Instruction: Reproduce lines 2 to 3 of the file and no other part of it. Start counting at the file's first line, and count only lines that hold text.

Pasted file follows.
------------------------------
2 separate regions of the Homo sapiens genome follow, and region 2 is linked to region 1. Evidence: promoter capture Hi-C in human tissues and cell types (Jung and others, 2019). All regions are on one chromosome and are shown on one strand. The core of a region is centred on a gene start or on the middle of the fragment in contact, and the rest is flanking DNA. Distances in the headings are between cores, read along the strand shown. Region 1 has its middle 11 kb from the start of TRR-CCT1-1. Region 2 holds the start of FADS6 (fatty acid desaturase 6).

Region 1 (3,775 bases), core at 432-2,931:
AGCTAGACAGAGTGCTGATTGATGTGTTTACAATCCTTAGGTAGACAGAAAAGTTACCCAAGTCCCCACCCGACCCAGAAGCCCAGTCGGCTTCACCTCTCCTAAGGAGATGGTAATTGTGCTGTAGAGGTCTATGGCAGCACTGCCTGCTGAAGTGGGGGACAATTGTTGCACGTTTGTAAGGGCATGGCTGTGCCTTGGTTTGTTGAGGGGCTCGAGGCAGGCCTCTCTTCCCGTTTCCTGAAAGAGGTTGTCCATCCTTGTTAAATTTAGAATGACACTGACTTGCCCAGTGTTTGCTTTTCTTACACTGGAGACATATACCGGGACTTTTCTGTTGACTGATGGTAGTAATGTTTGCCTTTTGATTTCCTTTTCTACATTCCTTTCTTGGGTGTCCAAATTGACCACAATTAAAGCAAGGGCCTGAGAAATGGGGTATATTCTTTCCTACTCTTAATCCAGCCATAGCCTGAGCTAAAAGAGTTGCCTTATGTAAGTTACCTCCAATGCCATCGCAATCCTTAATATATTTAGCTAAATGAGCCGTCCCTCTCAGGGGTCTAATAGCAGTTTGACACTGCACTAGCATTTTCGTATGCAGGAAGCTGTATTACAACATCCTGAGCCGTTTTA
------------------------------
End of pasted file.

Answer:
Region 1 (3,775 bases), core at 432-2,931:
AGCTAGACAGAGTGCTGATTGATGTGTTTACAATCCTTAGGTAGACAGAAAAGTTACCCAAGTCCCCACCCGACCCAGAAGCCCAGTCGGCTTCACCTCTCCTAAGGAGATGGTAATTGTGCTGTAGAGGTCTATGGCAGCACTGCCTGCTGAAGTGGGGGACAATTGTTGCACGTTTGTAAGGGCATGGCTGTGCCTTGGTTTGTTGAGGGGCTCGAGGCAGGCCTCTCTTCCCGTTTCCTGAAAGAGGTTGTCCATCCTTGTTAAATTTAGAATGACACTGACTTGCCCAGTGTTTGCTTTTCTTACACTGGAGACATATACCGGGACTTTTCTGTTGACTGATGGTAGTAATGTTTGCCTTTTGATTTCCTTTTCTACATTCCTTTCTTGGGTGTCCAAATTGACCACAATTAAAGCAAGGGCCTGAGAAATGGGGTATATTCTTTCCTACTCTTAATCCAGCCATAGCCTGAGCTAAAAGAGTTGCCTTATGTAAGTTACCTCCAATGCCATCGCAATCCTTAATATATTTAGCTAAATGAGCCGTCCCTCTCAGGGGTCTAATAGCAGTTTGACACTGCACTAGCATTTTCGTATGCAGGAAGCTGTATTACAACATCCTGAGCCGTTTTA